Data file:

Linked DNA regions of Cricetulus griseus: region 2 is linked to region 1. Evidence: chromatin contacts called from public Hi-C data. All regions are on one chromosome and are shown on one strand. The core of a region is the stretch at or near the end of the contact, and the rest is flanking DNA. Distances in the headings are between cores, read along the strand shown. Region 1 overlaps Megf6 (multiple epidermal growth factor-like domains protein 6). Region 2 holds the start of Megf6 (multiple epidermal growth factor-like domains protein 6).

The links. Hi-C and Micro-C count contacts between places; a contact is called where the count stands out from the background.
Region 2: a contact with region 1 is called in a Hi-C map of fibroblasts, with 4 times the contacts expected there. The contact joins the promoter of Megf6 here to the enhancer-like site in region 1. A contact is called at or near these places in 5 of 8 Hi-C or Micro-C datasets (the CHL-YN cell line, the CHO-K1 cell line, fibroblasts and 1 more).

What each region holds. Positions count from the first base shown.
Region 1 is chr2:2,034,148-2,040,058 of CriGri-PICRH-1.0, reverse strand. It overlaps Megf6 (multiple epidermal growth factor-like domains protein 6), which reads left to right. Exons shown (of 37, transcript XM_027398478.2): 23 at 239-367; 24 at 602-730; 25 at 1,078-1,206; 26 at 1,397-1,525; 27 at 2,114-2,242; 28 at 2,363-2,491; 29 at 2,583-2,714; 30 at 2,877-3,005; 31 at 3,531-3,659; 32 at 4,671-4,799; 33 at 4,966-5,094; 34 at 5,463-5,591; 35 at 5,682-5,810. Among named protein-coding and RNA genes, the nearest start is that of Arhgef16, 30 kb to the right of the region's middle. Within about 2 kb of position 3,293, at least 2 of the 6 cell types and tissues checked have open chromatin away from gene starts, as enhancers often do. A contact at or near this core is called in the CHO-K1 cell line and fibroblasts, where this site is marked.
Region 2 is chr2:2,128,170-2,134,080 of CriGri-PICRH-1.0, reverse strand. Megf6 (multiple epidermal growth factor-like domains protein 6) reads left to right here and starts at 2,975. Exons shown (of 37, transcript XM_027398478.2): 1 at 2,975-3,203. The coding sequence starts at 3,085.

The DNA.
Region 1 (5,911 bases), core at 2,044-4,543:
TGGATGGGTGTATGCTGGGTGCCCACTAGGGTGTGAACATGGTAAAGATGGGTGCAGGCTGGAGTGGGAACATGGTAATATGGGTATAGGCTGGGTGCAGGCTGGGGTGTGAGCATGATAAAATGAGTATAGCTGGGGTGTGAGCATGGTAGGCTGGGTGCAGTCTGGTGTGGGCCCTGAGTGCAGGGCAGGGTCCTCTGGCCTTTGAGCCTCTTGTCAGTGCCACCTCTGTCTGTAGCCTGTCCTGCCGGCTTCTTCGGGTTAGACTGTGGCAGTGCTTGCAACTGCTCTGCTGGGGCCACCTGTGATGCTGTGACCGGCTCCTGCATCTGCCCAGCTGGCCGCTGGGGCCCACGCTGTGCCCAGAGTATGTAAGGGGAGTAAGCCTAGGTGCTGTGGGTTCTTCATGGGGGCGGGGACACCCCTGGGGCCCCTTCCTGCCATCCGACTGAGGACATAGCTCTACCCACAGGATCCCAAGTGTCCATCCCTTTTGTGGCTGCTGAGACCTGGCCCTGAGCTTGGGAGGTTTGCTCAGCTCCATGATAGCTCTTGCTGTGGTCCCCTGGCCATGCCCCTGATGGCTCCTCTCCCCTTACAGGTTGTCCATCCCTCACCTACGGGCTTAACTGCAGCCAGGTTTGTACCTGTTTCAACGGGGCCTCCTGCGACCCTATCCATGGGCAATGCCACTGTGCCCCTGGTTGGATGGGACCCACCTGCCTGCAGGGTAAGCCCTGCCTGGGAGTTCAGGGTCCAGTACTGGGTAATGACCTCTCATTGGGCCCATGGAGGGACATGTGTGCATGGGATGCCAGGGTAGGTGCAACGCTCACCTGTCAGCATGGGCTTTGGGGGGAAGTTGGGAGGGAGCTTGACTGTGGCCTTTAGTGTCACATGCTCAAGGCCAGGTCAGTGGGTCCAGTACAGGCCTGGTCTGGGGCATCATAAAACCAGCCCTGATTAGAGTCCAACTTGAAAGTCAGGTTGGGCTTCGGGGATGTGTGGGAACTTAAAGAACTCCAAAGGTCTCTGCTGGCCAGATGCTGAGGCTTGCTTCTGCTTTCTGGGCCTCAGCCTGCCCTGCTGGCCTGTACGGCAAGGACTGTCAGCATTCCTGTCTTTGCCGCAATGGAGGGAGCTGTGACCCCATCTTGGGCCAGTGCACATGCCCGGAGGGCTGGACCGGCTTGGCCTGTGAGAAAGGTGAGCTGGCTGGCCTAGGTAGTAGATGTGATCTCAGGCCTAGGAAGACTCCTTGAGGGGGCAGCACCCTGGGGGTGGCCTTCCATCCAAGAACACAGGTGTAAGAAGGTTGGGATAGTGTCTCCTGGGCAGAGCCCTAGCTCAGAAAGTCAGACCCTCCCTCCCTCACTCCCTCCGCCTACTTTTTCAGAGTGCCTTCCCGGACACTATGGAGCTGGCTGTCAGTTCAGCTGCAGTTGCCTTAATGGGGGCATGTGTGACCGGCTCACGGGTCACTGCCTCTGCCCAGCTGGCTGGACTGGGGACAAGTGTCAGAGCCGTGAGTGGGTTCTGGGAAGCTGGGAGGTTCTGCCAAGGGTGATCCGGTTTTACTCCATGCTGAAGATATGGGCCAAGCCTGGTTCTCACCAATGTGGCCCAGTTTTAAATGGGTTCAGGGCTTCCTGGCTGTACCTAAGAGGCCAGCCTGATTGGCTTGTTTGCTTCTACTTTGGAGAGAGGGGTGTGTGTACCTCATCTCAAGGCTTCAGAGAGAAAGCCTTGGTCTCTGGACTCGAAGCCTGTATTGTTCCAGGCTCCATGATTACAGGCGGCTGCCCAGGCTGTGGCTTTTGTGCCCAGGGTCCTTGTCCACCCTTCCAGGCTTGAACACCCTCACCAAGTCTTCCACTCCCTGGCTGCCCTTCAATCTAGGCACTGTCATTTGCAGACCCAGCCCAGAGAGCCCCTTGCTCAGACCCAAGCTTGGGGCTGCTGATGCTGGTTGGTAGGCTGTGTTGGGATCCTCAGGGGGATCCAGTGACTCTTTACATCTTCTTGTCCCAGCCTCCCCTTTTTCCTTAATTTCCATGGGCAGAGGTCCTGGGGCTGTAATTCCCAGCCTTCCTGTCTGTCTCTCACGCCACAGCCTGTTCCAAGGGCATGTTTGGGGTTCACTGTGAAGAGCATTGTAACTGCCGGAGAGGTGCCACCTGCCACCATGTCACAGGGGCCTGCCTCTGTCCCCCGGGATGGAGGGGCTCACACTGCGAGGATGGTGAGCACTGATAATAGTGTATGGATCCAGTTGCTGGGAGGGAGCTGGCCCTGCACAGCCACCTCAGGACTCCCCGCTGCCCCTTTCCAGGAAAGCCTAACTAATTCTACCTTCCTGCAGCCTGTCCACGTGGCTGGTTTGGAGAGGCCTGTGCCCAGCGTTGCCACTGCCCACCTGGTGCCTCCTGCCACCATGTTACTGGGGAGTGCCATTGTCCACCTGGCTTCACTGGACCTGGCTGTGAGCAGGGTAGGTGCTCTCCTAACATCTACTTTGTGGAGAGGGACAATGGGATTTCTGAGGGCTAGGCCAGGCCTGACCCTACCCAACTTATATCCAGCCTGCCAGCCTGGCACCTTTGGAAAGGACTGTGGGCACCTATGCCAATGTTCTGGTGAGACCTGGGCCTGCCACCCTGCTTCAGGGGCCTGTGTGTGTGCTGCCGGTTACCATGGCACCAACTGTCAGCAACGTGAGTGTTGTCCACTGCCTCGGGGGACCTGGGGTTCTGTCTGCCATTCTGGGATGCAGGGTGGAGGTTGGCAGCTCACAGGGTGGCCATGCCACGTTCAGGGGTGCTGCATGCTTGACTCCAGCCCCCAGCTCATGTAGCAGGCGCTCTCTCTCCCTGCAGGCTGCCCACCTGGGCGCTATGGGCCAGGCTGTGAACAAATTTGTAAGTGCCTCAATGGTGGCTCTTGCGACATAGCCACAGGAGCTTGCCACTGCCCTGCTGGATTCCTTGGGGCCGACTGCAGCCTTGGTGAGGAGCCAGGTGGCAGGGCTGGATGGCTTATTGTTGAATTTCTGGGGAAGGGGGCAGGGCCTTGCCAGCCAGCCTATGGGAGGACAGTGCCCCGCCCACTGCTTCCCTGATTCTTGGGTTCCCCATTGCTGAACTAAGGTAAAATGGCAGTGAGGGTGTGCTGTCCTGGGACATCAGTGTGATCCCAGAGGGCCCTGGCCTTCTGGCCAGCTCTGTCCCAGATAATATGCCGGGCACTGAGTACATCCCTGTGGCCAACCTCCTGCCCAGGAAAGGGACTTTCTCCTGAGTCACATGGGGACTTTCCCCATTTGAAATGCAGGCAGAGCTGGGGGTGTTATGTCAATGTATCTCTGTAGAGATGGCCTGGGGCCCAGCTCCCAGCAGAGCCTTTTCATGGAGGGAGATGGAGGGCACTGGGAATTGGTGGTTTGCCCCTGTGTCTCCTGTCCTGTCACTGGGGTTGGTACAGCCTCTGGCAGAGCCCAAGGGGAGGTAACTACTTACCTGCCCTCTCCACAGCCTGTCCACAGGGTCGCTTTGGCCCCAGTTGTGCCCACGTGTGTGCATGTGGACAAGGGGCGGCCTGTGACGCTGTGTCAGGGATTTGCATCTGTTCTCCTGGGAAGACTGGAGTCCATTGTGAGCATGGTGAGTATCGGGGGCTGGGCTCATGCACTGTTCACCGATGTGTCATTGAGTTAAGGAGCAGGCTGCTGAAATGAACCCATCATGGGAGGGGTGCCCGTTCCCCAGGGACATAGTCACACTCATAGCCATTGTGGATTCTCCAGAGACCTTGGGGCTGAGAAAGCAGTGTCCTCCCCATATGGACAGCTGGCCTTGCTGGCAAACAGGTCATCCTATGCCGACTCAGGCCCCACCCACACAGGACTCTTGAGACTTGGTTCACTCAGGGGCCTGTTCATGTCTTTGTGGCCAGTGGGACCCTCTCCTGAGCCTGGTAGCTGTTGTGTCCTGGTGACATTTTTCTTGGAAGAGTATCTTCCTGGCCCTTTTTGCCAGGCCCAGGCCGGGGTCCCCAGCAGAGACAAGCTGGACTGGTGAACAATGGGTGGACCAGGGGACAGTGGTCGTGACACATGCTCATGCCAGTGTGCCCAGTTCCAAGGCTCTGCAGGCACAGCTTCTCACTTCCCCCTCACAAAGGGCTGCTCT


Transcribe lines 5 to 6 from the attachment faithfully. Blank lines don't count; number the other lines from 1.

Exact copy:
Region 1 is chr2:2,034,148-2,040,058 of CriGri-PICRH-1.0, reverse strand. It overlaps Megf6 (multiple epidermal growth factor-like domains protein 6), which reads left to right. Exons shown (of 37, transcript XM_027398478.2): 23 at 239-367; 24 at 602-730; 25 at 1,078-1,206; 26 at 1,397-1,525; 27 at 2,114-2,242; 28 at 2,363-2,491; 29 at 2,583-2,714; 30 at 2,877-3,005; 31 at 3,531-3,659; 32 at 4,671-4,799; 33 at 4,966-5,094; 34 at 5,463-5,591; 35 at 5,682-5,810. Among named protein-coding and RNA genes, the nearest start is that of Arhgef16, 30 kb to the right of the region's middle. Within about 2 kb of position 3,293, at least 2 of the 6 cell types and tissues checked have open chromatin away from gene starts, as enhancers often do. A contact at or near this core is called in the CHO-K1 cell line and fibroblasts, where this site is marked.
Region 2 is chr2:2,128,170-2,134,080 of CriGri-PICRH-1.0, reverse strand. Megf6 (multiple epidermal growth factor-like domains protein 6) reads left to right here and starts at 2,975. Exons shown (of 37, transcript XM_027398478.2): 1 at 2,975-3,203. The coding sequence starts at 3,085.